Overview: As Wally West’s story unfurls, Batman, Barry Allen, Batgirl, Harley Quinn, Booster Gold, and Blue Beetle all converge in their hunt for the truth.
Synopsis (spoilers ahead): Wally West, the Flash, stands in a field of flowers, reminisces about the poem his wife Linda read at their wedding.
Harley Quinn and Booster Gold fight as Batgirl (Barbara Gordon) and Blue Beetle (Ted Kord) watch.
Wally starts his first therapy session at Sanctuary, expressing hope that he’ll finish it quickly, as he is the world’s fastest man.
Barry Allen races to the Batcave to find Batman, who tells him to find Booster.
Batgirl knocks out Beetle, causing Booster’s shield to malfunction as it is connected to Ted’s consciousness. Harley gets the upper hand in the fight as Batgirl continues to warn her not to kill.
End of Week One of Wally’s therapy: he recalls his family, and then says they’re all gone.
Barry Allen races all over the world looking for the fugitives while Batman sits at his computer and lets his tech do the work.
Booster admits he is guilty of failure and tells Harley to kill him. Harley motions to fatally stab him, but stabs the ground instead, unable to follow through with it. She collapses with frustration beside him. They bond over their shared failure at being superheroes.
Week Two of Wally’s therapy ends, and he meditates on becoming the Flash after Barry died, but was left without a purpose when he came back – and lost his family and existence because of Barry’s Flashpoint.
The story jumps to Wally in the field of flowers and his blue lightning appears to trigger Poison Ivy regrowing from a giant flower.
Batgirl, Beetle, Booster and Harley all sit and talk about where they are in the investigation. They conclude that they need to connect Skeets to a powerful network to find out what’s going on and they also decide not to tell anyone about it.
Batman’s tech finally locates Booster, as the gang’s plan to find Wally triggers all of his alarms.
Wally apologizes to Poison Ivy because she will have to witness his death. At that moment, a second Wally appears directly opposite him, covered in the lightning of the Speed Force.
Week Three of Wally’s therapy ends with him fading into silence, covering his face, then saying he can’t wait for week four.
Analysis: Tom King’s “event” (in quotation marks because even though it affects other titles, it’s much more of a quiet but brutal meditation on love, loss, and heroism than any kind of massive superhero brawl) continues into its final third with issue #7. Unlike a few of the previous issues, the rhythm of the scenes blends well between the three main plotlines – Wally, Batman and Barry, and the quartet of misfits. King blends poignant moments of loss and self-doubt into sharp moments of humor and friendship. The relationships between all eight of the characters featured in the book are full of little details, from Harley’s attempts to provide superhero banter with warped nursery rhymes, to Batman’s wry observations about Barry’s peripatetic searches. While Barbara’s voice continues to be a bit off from previous depictions (as I wrote about in my essay here), King’s version of Babs is still smart and appealing. There’s also an intriguing theme of growth, paralleled by images of plants in Wally’s field of flowers and Ivy’s re-blooming in the giant blossom – a truly creepy and interesting notion. Despite the grimness of the overall story, Booster’s speech near the end of the book gives one hope that the central theme of “Rebirth” won’t be lost with this miniseries.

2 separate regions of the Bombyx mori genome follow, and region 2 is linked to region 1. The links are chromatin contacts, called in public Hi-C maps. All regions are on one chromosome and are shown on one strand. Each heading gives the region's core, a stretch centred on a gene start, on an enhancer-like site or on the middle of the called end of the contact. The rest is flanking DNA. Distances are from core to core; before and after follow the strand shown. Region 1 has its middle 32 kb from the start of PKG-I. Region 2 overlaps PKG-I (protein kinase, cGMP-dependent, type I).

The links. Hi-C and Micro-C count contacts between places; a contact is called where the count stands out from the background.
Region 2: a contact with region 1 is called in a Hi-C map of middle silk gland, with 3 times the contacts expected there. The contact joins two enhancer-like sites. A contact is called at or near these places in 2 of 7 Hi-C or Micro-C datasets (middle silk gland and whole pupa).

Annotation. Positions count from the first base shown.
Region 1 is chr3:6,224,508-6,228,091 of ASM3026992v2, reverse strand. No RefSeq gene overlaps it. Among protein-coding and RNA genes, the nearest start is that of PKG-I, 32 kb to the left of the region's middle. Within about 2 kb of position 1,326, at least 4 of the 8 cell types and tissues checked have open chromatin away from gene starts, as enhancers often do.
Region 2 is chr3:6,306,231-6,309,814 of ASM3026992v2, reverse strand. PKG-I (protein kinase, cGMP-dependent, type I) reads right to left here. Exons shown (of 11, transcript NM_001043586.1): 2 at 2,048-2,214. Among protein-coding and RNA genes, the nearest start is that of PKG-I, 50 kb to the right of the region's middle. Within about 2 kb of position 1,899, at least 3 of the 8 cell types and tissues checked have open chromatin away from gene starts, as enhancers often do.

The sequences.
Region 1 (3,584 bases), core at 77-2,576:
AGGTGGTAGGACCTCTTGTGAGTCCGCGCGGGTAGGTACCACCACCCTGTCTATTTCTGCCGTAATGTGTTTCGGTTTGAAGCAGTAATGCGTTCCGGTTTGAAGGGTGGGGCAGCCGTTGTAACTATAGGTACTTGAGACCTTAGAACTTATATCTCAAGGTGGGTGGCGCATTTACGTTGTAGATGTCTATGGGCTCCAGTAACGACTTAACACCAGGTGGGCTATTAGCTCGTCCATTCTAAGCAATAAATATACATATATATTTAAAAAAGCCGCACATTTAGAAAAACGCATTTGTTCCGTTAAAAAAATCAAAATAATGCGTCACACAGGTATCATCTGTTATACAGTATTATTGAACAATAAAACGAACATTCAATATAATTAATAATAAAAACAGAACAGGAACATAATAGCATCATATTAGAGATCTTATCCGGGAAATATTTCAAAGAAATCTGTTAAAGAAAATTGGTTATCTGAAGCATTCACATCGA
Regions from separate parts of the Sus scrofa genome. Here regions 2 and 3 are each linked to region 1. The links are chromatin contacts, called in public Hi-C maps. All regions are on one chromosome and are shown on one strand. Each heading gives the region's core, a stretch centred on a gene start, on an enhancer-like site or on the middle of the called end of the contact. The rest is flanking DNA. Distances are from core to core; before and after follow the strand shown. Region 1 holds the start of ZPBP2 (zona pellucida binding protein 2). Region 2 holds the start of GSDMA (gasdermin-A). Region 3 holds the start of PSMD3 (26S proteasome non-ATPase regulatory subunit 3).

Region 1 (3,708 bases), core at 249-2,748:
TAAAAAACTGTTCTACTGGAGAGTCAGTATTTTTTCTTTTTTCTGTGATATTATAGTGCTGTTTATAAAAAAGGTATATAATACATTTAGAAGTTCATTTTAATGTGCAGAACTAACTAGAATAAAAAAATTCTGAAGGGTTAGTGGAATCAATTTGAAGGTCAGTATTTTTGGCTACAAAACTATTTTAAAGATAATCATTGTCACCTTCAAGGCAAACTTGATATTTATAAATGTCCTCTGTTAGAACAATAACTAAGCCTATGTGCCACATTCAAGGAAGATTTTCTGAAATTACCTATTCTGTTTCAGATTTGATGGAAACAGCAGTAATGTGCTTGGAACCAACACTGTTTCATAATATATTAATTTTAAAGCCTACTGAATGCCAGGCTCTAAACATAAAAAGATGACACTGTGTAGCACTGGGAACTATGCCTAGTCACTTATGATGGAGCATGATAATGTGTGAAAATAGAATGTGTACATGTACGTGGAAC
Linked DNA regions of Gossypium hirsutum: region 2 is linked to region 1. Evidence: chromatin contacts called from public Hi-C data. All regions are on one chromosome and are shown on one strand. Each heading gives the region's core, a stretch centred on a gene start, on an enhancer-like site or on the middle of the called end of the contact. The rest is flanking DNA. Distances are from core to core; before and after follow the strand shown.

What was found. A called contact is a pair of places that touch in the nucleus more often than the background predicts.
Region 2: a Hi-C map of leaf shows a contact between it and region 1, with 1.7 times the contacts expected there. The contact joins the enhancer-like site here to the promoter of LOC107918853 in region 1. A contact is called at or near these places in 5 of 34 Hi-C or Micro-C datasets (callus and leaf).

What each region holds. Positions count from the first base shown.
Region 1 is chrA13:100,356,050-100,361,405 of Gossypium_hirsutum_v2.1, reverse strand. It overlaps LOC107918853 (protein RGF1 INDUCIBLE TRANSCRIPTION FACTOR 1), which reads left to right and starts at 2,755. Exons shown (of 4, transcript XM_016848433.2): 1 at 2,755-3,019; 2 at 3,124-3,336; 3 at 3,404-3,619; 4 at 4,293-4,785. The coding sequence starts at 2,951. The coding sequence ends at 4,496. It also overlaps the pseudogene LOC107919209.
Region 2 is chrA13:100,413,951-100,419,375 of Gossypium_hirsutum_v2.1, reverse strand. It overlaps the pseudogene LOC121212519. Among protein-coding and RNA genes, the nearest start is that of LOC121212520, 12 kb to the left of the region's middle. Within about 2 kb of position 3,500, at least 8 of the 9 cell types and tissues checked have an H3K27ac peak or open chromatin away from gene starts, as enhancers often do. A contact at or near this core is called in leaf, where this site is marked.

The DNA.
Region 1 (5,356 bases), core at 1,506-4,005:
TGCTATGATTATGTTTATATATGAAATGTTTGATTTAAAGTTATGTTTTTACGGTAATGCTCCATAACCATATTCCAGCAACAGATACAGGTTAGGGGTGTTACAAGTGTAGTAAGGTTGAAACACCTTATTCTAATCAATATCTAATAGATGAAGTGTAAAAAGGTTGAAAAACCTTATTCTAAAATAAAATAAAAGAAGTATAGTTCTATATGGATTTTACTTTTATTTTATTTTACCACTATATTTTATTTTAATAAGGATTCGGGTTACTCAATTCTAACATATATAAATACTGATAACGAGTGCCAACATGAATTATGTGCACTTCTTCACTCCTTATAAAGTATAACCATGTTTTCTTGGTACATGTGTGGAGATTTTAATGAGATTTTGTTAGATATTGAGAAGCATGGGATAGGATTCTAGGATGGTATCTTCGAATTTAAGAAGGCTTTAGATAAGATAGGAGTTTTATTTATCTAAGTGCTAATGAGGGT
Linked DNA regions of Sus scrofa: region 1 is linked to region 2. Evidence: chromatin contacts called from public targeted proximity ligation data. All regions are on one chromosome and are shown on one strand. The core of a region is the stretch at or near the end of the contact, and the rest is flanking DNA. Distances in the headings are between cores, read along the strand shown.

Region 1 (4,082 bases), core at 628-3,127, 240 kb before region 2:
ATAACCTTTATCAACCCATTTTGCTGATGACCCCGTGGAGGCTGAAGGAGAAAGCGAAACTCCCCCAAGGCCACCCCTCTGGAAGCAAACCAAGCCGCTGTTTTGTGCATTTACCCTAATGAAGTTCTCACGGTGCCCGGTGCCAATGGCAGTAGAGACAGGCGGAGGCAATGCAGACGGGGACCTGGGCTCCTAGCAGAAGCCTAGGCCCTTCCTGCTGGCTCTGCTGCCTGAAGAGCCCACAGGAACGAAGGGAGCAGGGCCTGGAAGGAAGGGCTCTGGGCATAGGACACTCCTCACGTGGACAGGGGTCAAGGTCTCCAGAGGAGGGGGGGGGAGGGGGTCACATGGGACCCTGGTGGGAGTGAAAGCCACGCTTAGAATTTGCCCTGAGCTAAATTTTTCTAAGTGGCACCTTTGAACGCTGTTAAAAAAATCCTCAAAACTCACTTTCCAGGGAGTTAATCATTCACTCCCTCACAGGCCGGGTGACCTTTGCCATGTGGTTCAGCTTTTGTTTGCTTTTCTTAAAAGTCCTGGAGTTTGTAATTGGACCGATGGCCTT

Clay Mann, the main series artist, provides the framework for the book with the opening and closing sequences, and the four therapy sessions with Wally throughout. The title page, as always, is a stunning work of art, with Wally standing in the field of flowers spelling out “Heroes in Crisis.” Jorge Fornes, fresh off of two issues of Batman (#66 and 67), does fine, if somewhat lower in detail than those two issues, work on his three pages depicting Barry Allen and Batman’s banter as they search for the fugitive Booster. King’s use of the nine-panel grid provides a lot of the humor in the relationship between this pair, last seen at rather extreme odds in the frustrating crossover “The Price”. Travis Moore shoulders the bulk of the rest of the work, providing a cleaner line than Mann, but still matches his style closely, making the transitions between Mann and Moore’s versions of the characters fairly smooth. Colors by Tomeu Morey are very good, though still a bit more rendered than I prefer. All in all, though the juggling of art burdens throughout this series has been a bit of a letdown, as generally work by a single artist helps provide a unified sense of character and world, King writes to the strength of each artist and weaves everything together very well.
The main cover by Mitch Gerads of Superman shouting “Enough” is a very clean and bright image, if quite an odd choice, since Superman is not in this issue at all. The variant by Ryan Sook drawing the death of Kilowog, traumatic to Hal Jordan, provides a dark and gritty contrast to Gerads’ cover. The references to the past tragedy in these variant covers by Sook are interesting, but it’d be nice if they connected more with what the characters are actually dealing with. For example, in this issue, something depicting Wally’s loss because of Flashpoint would be nice, if hard to convey.
Final Thoughts: King and his art team start down the home stretch of Heroes in Crisis on an upbeat and weirdly inventive note, though dark lightning flickers on the horizon.